In a sun-dappled alcove in Los Angeles, shopper Karen Ashkenazi modeled a black, yellow and pink A-line dress in front of a floor-to-ceiling mirror.
Her personal stylist had chosen the garment, along with the black ankle boots that reflected in the polished marble floor. Other specially selected outfits hung on a rack nearby, next to a lush flower arrangement.
“They know my style so well,” said Ashkenazi, 30, who lives in West Hollywood, Calif. “I’ll buy something 100 percent of the time I’m here, even when I wasn’t planning on it.”
Such service is the norm at upscale boutiques and in the salons of celebrity stylists. But Ashkenazi was at Los Angeles’ Grove shopping center getting pampered in Topshop, a fast-fashion chain known for its $20 tank tops and costume jewelry.
Other midpriced retailers have begun offering personal stylists, often at no charge. Even grocery, furniture and discount chains such as Target have launched versions of the service.
All this coddling is part of a hard-nosed strategy to boost profit in a tough economy. With customers shopping online for bargains, bricks-and-mortar merchants are trying to lure them back with an upscale experience that’s affordable.
Many companies are taking cues from luxury brands, which are generally outperforming other retail segments.
“Stores are trying to separate themselves, and personal stylists are one way to soft-sell more product,” said Marshal Cohen, chief retail analyst at consumer research firm NPD Group.
Many programs are so new that they’ve yet to have a meaningful effect on sales. But boho-chic retailer Anthropologie has seen demand for its stylists increase 50 percent in five years, said Christina Frederick, who manages the service for the chain. Same-store sales at Anthropologie were up 8.4 percent in the first quarter.
TV makeover shows such as the TLC network’s “What Not to Wear” have made women comfortable turning to coaches for help. So have sartorial websites and how-to videos on YouTube.
“Fashion has really evolved in the last 10 years with the blog age, Pinterest and so on,” Frederick said. “More and more women are seeking to achieve their own unique style and not look like everyone else.”
Over at Topshop, clients who sign up for the personal shopping service get first dibs on the fresh merchandise — about 300 new styles a week — while avoiding the common shoppers looking through the racks. The service books about 80 appointments a week from customers as diverse as 15-year-old girls and 50-year-old mothers, said Soulmaz Vosough, who runs Topshop’s program.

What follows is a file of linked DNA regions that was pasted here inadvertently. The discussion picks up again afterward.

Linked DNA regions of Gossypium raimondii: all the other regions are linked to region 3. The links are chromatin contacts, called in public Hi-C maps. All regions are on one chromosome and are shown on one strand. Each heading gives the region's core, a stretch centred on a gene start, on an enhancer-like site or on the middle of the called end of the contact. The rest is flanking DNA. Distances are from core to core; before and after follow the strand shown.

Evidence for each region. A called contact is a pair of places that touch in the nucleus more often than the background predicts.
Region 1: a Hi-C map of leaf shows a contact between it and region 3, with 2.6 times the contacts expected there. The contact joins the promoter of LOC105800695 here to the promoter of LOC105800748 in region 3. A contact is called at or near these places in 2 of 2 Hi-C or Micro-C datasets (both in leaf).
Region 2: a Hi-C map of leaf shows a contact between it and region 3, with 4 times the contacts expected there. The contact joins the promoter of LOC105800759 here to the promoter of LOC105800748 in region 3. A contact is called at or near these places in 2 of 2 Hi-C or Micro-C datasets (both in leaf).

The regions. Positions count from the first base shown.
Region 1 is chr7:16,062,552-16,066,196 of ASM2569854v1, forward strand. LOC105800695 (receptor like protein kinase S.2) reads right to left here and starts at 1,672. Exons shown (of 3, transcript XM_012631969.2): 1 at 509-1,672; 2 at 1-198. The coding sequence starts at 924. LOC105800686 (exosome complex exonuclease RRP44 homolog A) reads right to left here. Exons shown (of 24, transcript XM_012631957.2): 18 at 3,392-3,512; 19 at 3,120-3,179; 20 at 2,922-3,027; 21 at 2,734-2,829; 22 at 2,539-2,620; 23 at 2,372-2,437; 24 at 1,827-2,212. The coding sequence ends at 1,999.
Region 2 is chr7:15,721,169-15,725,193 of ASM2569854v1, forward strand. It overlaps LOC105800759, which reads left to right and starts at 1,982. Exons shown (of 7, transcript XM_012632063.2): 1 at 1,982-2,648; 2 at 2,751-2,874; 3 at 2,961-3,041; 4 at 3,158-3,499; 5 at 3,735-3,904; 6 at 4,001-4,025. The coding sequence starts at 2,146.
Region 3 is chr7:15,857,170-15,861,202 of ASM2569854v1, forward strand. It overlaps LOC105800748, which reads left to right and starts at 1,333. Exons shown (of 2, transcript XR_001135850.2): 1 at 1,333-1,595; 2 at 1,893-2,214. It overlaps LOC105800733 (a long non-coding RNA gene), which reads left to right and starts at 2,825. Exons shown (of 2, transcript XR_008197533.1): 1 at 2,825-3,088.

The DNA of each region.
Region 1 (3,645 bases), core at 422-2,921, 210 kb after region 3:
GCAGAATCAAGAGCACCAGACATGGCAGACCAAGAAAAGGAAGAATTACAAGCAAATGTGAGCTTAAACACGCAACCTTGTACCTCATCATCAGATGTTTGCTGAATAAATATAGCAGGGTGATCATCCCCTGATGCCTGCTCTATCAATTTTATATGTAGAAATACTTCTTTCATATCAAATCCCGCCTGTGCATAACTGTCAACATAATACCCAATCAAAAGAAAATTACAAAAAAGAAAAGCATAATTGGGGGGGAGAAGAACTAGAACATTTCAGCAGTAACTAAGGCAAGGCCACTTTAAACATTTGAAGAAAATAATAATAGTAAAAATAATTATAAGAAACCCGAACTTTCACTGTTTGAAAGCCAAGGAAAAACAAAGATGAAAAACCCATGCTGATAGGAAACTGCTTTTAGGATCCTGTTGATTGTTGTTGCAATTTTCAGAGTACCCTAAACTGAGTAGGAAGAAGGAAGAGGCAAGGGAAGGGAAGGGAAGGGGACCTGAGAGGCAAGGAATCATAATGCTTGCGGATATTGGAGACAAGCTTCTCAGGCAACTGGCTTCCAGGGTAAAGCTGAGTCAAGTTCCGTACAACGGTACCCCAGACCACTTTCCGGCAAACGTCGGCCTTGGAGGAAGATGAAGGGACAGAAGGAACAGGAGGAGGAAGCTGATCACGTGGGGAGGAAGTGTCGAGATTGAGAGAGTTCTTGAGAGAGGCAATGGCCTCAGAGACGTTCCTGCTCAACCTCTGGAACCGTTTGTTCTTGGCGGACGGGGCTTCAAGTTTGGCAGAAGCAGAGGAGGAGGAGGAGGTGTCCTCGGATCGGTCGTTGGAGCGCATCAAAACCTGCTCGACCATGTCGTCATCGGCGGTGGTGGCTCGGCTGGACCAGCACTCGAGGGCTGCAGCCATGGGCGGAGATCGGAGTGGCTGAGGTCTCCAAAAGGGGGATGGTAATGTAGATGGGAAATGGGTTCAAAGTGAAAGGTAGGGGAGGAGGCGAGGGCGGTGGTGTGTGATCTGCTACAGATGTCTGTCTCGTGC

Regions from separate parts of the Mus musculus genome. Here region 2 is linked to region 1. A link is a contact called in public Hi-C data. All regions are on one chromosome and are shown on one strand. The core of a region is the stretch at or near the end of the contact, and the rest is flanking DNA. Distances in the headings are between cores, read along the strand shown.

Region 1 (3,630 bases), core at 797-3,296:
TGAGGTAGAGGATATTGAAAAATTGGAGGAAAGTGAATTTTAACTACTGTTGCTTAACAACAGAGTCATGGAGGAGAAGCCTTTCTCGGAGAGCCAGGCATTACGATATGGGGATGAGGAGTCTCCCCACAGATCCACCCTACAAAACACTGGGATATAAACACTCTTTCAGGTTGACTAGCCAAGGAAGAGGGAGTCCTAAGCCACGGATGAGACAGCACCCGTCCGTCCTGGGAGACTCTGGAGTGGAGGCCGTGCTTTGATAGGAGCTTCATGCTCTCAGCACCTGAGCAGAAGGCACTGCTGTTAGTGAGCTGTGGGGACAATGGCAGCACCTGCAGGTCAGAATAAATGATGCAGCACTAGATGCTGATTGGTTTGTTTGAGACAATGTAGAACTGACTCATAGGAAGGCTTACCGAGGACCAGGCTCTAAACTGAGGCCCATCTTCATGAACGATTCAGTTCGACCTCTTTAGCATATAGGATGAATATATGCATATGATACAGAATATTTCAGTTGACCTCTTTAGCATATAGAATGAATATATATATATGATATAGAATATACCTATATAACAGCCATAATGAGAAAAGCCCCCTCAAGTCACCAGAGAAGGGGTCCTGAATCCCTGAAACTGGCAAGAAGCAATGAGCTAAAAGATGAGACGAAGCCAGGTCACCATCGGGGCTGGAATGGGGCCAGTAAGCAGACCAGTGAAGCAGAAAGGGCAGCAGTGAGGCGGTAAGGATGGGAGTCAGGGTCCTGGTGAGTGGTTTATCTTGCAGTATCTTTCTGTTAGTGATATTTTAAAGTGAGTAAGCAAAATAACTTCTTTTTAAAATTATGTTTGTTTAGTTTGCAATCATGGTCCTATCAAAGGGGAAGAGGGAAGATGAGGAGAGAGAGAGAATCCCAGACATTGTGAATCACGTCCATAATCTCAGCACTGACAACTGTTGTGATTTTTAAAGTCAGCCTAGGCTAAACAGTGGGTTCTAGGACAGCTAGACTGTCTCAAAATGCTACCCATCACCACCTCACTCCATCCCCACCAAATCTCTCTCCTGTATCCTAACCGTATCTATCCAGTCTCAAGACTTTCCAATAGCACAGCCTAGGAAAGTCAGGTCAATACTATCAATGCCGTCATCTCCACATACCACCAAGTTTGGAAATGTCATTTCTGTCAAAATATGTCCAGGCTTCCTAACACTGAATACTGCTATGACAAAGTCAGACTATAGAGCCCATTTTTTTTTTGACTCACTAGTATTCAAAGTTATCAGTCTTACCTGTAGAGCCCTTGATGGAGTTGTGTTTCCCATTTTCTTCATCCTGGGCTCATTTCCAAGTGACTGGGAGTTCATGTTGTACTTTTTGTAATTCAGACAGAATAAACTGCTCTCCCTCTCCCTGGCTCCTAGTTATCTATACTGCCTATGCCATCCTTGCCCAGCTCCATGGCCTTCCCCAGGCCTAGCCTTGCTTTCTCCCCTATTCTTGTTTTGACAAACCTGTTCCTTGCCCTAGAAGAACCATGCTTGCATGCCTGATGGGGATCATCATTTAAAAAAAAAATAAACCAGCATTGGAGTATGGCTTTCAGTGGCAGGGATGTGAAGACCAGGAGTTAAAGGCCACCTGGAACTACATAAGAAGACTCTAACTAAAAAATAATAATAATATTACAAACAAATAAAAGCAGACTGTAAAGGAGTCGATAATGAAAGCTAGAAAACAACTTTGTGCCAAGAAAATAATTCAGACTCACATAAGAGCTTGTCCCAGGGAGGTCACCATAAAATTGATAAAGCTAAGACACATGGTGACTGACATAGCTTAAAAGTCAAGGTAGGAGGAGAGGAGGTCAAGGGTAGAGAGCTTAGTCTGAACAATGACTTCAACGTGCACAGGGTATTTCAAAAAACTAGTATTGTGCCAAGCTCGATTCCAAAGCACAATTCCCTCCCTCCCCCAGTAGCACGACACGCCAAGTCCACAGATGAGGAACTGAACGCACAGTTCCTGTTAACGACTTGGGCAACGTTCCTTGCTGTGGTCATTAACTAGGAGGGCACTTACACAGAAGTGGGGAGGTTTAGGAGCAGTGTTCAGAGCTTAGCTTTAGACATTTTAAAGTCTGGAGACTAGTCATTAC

She likens the service to a combination of a “concierge and also your girlfriend who gives you advice.”
Several Banana Republic stores in San Francisco, New York and Chicago also offer complimentary stylist services. Zara is advertising free sessions with a personal stylist to help customers “navigate the collection.” Bebe’s stylists choose outfits based on clients’ preferences, sizes and purchase history.
Patrons of J. Crew’s free program can ask stores to open early or close later.
H&M said it planned to launch personal stylist services in some stores soon. Guess’ program, which started last year, is in 30 North American stores. Its stylists get monthly training in fashion trends.
The stylists put together outfits and dispense fashion advice. They’re often on a first-name basis with clients and know their sizes and preferences. Some work on commission, often at a higher rate than regular salespeople. Others earn a salary.
Those who thrive must be versatile and willing to hustle. Take it from Maritza Arrua, director of retail operations for vintage-inspired retailer Johnny Was and a personal stylist for the chain. She helps create outfits for walk-in customers as well as her 10 regulars, who include mothers, businesswomen and a client in her 60s.
Arrua often pulls designs for traveling customers and has run deliveries to several hotels. When stores get photos of incoming merchandise, she’ll call her regulars with ideas. To complete a look, she’ll sometimes refer shoppers to other brands and stores, sending them to Barneys for flats or Nordstrom for wedges.
“I’m constantly taking pictures on my phone and emailing clients,” she said. “I’m not above anything; we try to accommodate as best we can.”
Even Target has joined the act. The discounter launched its Beauty Concierge program in the Los Angeles area in May to help customers make sense of “what can be an intimidating department,” the company said.